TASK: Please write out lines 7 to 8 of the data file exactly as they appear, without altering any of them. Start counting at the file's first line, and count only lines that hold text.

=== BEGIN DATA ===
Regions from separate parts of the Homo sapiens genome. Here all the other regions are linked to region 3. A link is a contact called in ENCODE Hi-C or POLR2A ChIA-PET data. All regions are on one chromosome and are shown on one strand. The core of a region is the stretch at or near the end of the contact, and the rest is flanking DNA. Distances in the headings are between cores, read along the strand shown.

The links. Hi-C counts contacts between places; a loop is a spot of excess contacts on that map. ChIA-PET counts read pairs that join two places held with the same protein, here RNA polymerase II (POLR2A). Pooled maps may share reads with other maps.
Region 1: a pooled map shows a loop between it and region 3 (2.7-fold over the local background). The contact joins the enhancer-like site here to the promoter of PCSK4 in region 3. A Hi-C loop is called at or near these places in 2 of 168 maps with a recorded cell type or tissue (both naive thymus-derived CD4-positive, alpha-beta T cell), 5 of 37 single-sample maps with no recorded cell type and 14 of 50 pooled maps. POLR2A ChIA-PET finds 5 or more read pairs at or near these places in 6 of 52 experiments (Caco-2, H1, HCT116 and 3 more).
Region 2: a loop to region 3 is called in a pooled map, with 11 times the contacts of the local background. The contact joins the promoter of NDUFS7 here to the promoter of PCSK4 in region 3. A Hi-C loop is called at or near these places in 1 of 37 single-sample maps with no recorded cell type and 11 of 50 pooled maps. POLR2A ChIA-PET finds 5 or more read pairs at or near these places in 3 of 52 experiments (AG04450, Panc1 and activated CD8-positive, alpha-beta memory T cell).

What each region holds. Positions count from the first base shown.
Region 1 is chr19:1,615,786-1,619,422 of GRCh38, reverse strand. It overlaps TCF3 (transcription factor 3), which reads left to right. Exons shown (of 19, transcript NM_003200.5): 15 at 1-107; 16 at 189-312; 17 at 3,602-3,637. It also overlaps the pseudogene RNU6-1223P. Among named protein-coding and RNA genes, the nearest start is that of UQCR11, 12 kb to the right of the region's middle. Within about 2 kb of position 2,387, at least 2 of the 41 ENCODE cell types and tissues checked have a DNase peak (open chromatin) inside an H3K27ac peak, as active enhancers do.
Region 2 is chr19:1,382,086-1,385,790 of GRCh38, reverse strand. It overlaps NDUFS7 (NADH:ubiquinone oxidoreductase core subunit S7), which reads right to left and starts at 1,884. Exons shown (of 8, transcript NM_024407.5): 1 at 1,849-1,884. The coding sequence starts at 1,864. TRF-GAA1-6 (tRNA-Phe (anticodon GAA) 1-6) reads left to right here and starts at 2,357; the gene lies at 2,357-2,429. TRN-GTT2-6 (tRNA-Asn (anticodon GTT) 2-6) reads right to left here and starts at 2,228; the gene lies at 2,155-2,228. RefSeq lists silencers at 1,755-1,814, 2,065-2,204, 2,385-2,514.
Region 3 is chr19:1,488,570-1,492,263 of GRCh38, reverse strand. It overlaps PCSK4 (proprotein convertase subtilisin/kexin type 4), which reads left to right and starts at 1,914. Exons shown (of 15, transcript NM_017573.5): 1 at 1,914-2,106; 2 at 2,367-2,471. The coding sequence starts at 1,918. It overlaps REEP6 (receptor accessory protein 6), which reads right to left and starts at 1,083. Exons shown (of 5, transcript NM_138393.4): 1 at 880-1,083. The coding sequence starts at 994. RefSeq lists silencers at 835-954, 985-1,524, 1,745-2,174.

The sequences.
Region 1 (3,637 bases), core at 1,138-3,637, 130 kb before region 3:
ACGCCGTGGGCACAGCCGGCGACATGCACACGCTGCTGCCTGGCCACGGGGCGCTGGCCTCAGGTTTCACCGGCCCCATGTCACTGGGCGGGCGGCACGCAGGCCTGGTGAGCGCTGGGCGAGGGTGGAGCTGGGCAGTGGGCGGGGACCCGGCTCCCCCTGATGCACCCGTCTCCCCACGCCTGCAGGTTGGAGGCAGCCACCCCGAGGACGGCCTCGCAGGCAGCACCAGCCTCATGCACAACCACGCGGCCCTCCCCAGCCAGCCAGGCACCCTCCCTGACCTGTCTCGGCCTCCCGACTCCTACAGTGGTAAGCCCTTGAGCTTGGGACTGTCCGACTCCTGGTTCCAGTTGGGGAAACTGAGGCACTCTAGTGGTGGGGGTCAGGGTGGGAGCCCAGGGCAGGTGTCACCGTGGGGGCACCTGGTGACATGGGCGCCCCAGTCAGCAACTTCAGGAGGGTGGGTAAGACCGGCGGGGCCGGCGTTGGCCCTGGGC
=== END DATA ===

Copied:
Region 2 is chr19:1,382,086-1,385,790 of GRCh38, reverse strand. It overlaps NDUFS7 (NADH:ubiquinone oxidoreductase core subunit S7), which reads right to left and starts at 1,884. Exons shown (of 8, transcript NM_024407.5): 1 at 1,849-1,884. The coding sequence starts at 1,864. TRF-GAA1-6 (tRNA-Phe (anticodon GAA) 1-6) reads left to right here and starts at 2,357; the gene lies at 2,357-2,429. TRN-GTT2-6 (tRNA-Asn (anticodon GTT) 2-6) reads right to left here and starts at 2,228; the gene lies at 2,155-2,228. RefSeq lists silencers at 1,755-1,814, 2,065-2,204, 2,385-2,514.
Region 3 is chr19:1,488,570-1,492,263 of GRCh38, reverse strand. It overlaps PCSK4 (proprotein convertase subtilisin/kexin type 4), which reads left to right and starts at 1,914. Exons shown (of 15, transcript NM_017573.5): 1 at 1,914-2,106; 2 at 2,367-2,471. The coding sequence starts at 1,918. It overlaps REEP6 (receptor accessory protein 6), which reads right to left and starts at 1,083. Exons shown (of 5, transcript NM_138393.4): 1 at 880-1,083. The coding sequence starts at 994. RefSeq lists silencers at 835-954, 985-1,524, 1,745-2,174.